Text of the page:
I go walking after a quick and wild autumn thunderstorm, and the world is fresh. It has been scrubbed clean -- each leaf and berry polished and new. The tops of the storm clouds are white and puffy, away in the distance, but the air seems still to carry a charge.
A ball of starlings comes at me, panic in every feather.
The Cooper's hawk follows like a missile.
Crows scatter into the air, too, lifting off from the power lines. Fourteen, fifteen, I stop counting and just watch the raggedy tips of their wings, glossy in the bright clear light. The sky aches it is so blue.
I walk on and the colors of the trees defy language. Sugar maples glow pink-yellow-red as if they were their own light source.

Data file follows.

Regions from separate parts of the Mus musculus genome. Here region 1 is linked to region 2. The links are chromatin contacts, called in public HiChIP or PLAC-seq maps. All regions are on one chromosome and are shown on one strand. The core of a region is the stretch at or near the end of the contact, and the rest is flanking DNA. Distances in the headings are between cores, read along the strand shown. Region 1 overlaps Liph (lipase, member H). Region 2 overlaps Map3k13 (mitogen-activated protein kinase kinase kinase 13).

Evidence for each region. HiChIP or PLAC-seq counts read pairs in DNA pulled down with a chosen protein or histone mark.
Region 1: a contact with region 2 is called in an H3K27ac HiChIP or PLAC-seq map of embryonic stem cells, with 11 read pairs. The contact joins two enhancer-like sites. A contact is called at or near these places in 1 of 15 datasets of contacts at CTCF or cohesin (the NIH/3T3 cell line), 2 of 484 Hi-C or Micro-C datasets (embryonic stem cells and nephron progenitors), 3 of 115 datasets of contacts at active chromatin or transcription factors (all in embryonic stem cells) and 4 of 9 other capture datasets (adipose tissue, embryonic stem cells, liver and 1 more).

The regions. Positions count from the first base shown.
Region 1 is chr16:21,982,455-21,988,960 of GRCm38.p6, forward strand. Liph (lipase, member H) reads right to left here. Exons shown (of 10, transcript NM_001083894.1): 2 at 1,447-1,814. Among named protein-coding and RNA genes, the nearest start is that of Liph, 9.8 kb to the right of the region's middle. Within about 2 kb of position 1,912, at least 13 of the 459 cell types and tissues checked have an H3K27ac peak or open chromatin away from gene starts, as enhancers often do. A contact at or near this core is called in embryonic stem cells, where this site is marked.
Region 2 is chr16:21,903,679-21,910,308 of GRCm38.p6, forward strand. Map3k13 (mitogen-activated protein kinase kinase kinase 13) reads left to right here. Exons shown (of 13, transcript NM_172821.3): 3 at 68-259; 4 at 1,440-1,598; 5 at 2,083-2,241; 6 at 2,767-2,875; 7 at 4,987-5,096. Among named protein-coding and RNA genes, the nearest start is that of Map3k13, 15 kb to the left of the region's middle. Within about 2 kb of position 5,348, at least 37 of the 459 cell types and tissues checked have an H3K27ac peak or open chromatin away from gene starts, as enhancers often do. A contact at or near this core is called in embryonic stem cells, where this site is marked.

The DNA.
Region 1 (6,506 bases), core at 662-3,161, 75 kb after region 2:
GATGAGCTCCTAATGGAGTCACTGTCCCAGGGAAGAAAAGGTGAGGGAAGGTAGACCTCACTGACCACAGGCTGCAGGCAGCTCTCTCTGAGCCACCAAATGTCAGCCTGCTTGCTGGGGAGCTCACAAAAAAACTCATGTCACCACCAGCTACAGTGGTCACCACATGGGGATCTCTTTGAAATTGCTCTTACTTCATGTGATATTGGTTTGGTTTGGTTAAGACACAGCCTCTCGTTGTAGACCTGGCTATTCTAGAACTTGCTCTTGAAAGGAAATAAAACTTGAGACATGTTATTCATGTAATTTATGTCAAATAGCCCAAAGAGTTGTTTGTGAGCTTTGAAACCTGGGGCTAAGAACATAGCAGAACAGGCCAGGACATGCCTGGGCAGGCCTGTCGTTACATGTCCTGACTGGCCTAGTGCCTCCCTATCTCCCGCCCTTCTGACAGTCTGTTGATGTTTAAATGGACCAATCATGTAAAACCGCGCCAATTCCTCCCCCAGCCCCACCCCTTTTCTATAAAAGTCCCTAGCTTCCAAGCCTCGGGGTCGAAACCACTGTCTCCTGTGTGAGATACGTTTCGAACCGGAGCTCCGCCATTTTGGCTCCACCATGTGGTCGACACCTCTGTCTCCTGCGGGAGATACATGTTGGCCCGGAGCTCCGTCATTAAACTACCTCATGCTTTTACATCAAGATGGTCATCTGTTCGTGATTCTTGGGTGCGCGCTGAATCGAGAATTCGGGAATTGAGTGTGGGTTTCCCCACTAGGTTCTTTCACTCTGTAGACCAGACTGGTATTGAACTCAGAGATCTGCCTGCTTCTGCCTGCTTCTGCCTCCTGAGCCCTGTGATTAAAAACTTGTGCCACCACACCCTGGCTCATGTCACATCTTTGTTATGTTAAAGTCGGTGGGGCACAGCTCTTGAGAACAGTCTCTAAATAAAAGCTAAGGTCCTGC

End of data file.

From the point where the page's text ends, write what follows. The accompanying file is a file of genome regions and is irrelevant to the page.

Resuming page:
I come eye to eye with a downy woodpecker on a branch. We stare at each other for a while. I don't know what goes through his brain, but for that brief moment I am blissfully without thought.
He turns his back to show me a pure checkerboard of black and white, and the church bell rings out the hour.